She is also helpful to new girls at the home.

"I'm open to meeting new people now," she said.

Morgan plans on taking her general equivalency diploma test this month. After that, she said, she would like to take classes at Miami University in Ohio, and eventually work for a child services department.

"I'm really excited," she said. "I'm ready to go home, to go back to my grandma and grandpa's. I'll keep going to therapy, and I've built my support system. I know if I have any doubts or troubles, I can turn to them."

Alison Dobbs is the case counselor for all the young women at ResCare. She acts as their therapist, while also helping them through paperwork and court hearings and assisting them with job searches.

"A lot of times the girls do extremely well in the program, but then they get put back in the same family environment or they run into peer pressure," Dobbs said.

What she tries to help the young women with is realizing what their own responsibilities will be with regard to the directions their lives will take.

"The parents, a lot of times, aren't going to change," Dobbs said. "That lifestyle's been normal to them for how long? They don't know any other way to parent."

One of the most frustrating aspects of her job, Dobbs said, is putting children back in home environments she knows are not healthy.

"I don't think anyone could come in here and not get attached to these girls," she said. "All I can do is know I've put 110 percent into them and hope we've given them the skills to make it."

Most of the girls at ResCare are there as a result of court orders.

"We recommend they stay six to nine months, but some of them end up here longer," Dobbs said. "When we recommend they stay longer they're usually bummed, but I've never had anyone fight with me about it. I think they realize it when they're not finished and they have more things to work out."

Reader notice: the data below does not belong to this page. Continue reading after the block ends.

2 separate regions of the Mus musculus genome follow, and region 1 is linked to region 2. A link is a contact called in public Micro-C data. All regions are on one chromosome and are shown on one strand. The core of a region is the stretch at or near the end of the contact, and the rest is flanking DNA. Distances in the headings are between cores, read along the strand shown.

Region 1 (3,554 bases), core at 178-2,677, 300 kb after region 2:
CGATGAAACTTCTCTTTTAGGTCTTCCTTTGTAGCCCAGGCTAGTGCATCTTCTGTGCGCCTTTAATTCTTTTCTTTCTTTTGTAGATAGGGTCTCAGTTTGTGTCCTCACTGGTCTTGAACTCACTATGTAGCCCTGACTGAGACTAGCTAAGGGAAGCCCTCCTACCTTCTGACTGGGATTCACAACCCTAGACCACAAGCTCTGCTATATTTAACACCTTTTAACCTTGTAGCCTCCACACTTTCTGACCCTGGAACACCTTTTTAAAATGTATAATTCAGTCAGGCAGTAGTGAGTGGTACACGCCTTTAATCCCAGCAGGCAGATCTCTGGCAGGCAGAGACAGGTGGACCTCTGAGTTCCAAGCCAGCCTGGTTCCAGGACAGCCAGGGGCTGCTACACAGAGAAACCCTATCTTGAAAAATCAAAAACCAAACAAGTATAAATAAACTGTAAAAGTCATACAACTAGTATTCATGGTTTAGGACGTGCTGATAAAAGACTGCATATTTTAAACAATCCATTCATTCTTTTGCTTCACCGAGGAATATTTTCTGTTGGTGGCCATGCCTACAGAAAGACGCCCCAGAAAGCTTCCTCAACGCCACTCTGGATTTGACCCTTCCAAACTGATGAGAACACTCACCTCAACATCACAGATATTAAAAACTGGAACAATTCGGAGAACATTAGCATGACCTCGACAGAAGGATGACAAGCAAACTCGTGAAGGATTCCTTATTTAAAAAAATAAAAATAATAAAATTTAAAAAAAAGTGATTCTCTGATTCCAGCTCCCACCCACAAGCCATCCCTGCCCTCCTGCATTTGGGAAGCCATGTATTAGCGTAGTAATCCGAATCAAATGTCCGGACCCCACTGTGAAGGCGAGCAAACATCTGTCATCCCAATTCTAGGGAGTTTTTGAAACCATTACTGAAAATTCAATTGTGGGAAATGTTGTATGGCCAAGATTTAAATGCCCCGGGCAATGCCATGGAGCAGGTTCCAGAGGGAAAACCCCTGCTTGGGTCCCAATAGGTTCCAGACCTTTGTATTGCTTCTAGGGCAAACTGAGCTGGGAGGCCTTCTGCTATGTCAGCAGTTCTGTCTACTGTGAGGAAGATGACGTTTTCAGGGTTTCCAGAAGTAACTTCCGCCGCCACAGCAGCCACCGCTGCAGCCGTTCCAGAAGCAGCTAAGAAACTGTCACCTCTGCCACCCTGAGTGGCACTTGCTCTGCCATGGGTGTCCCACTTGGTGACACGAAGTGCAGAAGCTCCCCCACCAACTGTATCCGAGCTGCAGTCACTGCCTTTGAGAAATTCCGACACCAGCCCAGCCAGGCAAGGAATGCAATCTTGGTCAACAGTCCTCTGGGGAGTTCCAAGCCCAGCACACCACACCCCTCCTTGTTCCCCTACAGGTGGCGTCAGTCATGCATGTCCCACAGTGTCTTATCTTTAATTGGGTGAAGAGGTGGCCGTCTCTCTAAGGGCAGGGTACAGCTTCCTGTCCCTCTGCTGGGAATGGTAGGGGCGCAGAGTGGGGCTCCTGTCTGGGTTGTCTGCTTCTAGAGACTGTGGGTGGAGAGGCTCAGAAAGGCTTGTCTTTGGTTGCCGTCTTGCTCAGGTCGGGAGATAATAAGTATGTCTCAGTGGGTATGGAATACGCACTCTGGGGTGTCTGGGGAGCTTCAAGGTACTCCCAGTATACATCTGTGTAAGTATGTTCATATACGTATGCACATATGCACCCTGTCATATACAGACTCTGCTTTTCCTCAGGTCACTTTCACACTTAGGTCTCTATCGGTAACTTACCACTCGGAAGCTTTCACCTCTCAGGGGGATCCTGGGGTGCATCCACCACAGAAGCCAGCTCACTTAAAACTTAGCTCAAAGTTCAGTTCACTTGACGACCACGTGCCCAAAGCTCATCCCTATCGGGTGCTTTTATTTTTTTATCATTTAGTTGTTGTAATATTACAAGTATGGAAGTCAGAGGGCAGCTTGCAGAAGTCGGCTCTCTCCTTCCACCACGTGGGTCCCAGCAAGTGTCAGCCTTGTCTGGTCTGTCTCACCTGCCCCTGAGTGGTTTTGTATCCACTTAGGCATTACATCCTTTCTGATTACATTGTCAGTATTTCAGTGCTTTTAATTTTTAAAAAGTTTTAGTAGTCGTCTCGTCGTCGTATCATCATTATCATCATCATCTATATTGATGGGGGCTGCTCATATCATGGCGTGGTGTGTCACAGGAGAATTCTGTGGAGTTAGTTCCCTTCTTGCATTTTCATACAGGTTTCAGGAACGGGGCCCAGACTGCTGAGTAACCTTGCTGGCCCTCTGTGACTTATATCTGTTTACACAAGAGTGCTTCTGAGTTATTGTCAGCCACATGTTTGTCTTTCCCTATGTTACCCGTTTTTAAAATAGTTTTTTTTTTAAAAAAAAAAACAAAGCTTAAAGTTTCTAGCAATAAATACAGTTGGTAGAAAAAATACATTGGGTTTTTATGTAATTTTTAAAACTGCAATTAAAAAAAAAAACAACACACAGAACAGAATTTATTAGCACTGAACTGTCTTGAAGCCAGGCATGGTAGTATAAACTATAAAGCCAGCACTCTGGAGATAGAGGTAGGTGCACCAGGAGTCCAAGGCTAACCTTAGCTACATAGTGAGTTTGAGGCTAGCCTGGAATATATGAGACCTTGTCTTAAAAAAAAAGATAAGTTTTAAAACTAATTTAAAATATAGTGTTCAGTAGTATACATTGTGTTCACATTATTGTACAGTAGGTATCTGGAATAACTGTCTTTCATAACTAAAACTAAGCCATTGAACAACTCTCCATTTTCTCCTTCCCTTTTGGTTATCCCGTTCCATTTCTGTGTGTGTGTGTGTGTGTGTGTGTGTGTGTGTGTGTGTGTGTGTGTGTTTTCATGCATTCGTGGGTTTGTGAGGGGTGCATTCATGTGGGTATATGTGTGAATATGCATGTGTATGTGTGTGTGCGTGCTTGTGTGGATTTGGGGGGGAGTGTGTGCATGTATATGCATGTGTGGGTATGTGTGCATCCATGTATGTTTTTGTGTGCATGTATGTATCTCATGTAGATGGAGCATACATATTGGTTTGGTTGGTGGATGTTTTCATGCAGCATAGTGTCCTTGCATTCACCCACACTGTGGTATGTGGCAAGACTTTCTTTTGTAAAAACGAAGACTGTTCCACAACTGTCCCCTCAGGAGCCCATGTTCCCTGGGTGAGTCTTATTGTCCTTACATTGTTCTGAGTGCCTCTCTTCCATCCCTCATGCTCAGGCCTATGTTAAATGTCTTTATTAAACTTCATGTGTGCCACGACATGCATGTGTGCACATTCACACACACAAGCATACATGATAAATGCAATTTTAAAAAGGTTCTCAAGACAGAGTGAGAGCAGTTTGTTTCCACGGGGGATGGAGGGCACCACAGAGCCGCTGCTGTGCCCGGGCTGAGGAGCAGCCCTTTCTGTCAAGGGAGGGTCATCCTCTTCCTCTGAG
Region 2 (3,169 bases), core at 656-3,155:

ResCare's main campus was opened in 1995 and took in its first child in 1996. In May of 2002 the LaViolette home was opened across the street. This home was originally used as a girl's group home.

In 2005 the Miller-Jones group home was opened and was also used for girls. Shortly after opening Miller-Jones, it was decided to transition the LaViolette group home into a home for younger boys, primarily 6-12 years old.

In 2006 Anderson Woods was opened in Vermillion County and is home to 15 teenage boys.

In 2008 the Challenger group home opened. This home is on Ballard Lane across from the airport and is used as an honors and independent living program for older teenage boys.

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  • Thank you for not naming names or showing faces.... please, do the same with Shop-with-a-Cop!

    -- Posted by do-read on Thu, Sep 2, 2010, at 8:10 AM
  • These girls are couragous for telling their stories. It helps other children in similar situations know that they don't have to follow same path their parents have chose and they can go on and make a better life for themselves. Thru the support of the community the sky is the limit for these girls! Keep up the good work!

    -- Posted by nikkilpn on Thu, Sep 2, 2010, at 8:54 AM